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The CDC is encouraging people to quit smoking menthol cigarettes

 The portraits of several former smokers
Centers for Disease Control and Prevention
A CDC campaign uses the voices of former smokers to encourage people to quit.

The agency says the menthol flavor gets people hooked easier and makes it harder for them to break the addiction.

The Centers for Disease Control and Prevention is urging anyone who smokes menthol cigarettes to quit.

CDC researcher Kristy Marynak said that even as more people quit smoking, the use of menthol cigarettes is growing among smokers.

Marynak said the tobacco industry "adds menthol because it has both numbing and cooling properties that allow you to inhale smoke more easily, and they aggressively target their marketing to Black and the LGBTQI+ community."

CDC: Tips From Former Smokers - Angie P.: Smoking and Identity - URL

Marynak gave the example of a former smoker who took up smoking because she thought it would help her cope with the fear that people around her would reject her because she's gay.

In a video produced by the CDC, Angie P. said she loved both of her parents, but idolized her mom. And when her mother quit smoking menthol cigarettes, she took them out of the trash and started smoking them herself when she was 13.

Although she had sung since she was a young girl, she said the smoking robbed her of her singing voice.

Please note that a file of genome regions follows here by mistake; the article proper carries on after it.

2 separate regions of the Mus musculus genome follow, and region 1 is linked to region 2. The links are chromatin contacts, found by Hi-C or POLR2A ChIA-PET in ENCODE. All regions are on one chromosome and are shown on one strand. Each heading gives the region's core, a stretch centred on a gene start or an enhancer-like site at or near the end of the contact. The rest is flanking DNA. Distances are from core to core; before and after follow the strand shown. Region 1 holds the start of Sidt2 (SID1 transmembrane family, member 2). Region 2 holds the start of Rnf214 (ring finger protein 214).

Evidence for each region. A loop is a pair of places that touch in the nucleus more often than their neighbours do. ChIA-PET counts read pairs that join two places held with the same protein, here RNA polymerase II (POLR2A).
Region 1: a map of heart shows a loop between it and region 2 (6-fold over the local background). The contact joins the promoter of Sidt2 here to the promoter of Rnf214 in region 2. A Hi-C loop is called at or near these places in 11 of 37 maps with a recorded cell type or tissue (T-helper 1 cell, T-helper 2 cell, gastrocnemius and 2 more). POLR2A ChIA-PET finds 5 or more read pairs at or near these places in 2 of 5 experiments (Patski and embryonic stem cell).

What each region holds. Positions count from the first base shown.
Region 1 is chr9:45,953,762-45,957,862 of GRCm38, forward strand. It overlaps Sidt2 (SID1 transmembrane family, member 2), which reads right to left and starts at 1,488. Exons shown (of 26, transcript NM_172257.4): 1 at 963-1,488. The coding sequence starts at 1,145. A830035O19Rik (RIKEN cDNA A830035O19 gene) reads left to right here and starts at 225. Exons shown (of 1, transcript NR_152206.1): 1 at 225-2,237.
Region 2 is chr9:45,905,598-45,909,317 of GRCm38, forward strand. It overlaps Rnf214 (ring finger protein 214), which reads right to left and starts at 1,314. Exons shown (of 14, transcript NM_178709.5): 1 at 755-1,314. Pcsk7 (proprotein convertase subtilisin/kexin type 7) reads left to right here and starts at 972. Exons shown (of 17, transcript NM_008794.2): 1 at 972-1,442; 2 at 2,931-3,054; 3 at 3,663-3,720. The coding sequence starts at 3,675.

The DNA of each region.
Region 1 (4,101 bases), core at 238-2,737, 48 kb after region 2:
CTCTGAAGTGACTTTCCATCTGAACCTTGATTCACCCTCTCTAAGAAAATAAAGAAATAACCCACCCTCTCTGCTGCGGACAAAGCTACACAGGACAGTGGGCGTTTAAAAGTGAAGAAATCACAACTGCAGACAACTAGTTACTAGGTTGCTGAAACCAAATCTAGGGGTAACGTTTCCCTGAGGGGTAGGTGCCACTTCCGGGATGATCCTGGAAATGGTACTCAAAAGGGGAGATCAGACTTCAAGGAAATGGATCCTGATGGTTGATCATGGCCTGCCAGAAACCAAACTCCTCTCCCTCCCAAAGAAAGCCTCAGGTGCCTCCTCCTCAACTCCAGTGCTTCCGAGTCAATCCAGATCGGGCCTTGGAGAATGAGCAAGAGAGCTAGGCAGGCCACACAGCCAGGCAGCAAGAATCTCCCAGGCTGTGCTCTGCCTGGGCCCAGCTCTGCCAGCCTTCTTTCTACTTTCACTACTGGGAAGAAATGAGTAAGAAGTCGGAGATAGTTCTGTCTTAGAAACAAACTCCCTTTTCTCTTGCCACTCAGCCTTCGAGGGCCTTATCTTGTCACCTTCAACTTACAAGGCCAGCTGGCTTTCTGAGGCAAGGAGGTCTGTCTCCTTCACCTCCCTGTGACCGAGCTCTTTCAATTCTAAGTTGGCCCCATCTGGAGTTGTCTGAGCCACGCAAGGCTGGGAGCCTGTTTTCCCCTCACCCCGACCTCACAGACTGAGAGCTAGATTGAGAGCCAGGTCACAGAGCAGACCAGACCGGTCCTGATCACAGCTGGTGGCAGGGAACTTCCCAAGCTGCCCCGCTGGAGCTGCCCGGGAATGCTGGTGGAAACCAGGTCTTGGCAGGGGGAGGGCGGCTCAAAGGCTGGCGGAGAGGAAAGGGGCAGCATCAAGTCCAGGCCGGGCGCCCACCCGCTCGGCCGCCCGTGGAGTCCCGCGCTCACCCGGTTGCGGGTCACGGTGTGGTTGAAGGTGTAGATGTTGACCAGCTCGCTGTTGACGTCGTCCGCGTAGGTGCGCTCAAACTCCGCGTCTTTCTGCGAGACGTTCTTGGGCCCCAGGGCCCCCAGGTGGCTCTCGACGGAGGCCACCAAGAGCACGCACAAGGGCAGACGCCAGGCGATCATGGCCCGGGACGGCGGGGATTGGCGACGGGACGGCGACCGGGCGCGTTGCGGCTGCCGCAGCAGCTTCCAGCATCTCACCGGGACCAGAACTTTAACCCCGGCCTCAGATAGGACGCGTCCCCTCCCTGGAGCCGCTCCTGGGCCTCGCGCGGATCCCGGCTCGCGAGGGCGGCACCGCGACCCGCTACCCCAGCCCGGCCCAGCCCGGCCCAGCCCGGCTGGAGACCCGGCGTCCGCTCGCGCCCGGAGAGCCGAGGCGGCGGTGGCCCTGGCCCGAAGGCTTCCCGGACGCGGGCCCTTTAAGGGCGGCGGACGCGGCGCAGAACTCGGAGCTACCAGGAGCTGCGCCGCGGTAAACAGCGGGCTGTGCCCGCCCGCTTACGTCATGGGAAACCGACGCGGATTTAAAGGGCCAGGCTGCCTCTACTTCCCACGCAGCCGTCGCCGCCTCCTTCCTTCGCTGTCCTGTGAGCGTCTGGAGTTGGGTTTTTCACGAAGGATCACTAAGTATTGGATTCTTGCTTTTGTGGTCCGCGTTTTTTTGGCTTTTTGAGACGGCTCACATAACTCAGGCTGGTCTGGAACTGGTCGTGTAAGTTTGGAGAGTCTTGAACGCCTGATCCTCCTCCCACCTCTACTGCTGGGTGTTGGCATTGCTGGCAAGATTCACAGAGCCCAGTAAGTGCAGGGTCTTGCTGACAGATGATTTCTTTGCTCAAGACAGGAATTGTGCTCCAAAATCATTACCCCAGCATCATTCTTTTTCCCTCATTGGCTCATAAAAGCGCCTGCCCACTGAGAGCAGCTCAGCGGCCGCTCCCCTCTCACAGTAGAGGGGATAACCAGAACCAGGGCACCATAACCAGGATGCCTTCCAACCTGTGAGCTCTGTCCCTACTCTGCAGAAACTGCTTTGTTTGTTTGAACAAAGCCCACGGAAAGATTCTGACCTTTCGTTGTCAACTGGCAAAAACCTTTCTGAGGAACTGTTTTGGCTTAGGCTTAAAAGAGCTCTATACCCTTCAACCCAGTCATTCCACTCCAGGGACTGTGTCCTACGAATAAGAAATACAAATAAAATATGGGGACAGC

Now Angie is joining the chorus of voices of former smokers, encouraging others to quit.

"It made me angry that something had that much power over me that, left to my own devices, I couldn't quit," she said in the video.

A conversation she overheard at a restaurant helped her finally kick the habit after she'd already purposed to do so.

"I overheard a guy talking about a program for quit(ting) smoking. And I did what he did," Angie said. "And they gave me medications. They gave me a counselor. And to be perfectly honest, I don't think it would have worked any other way than that for me."

Tobacco Free Florida offers tips and free tools to help smokers finally kick the habit. You can get details here.

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Susan Giles Wantuck is our midday news host, and a producer and reporter for WUSF Public Media who focuses her storytelling on arts, culture and history.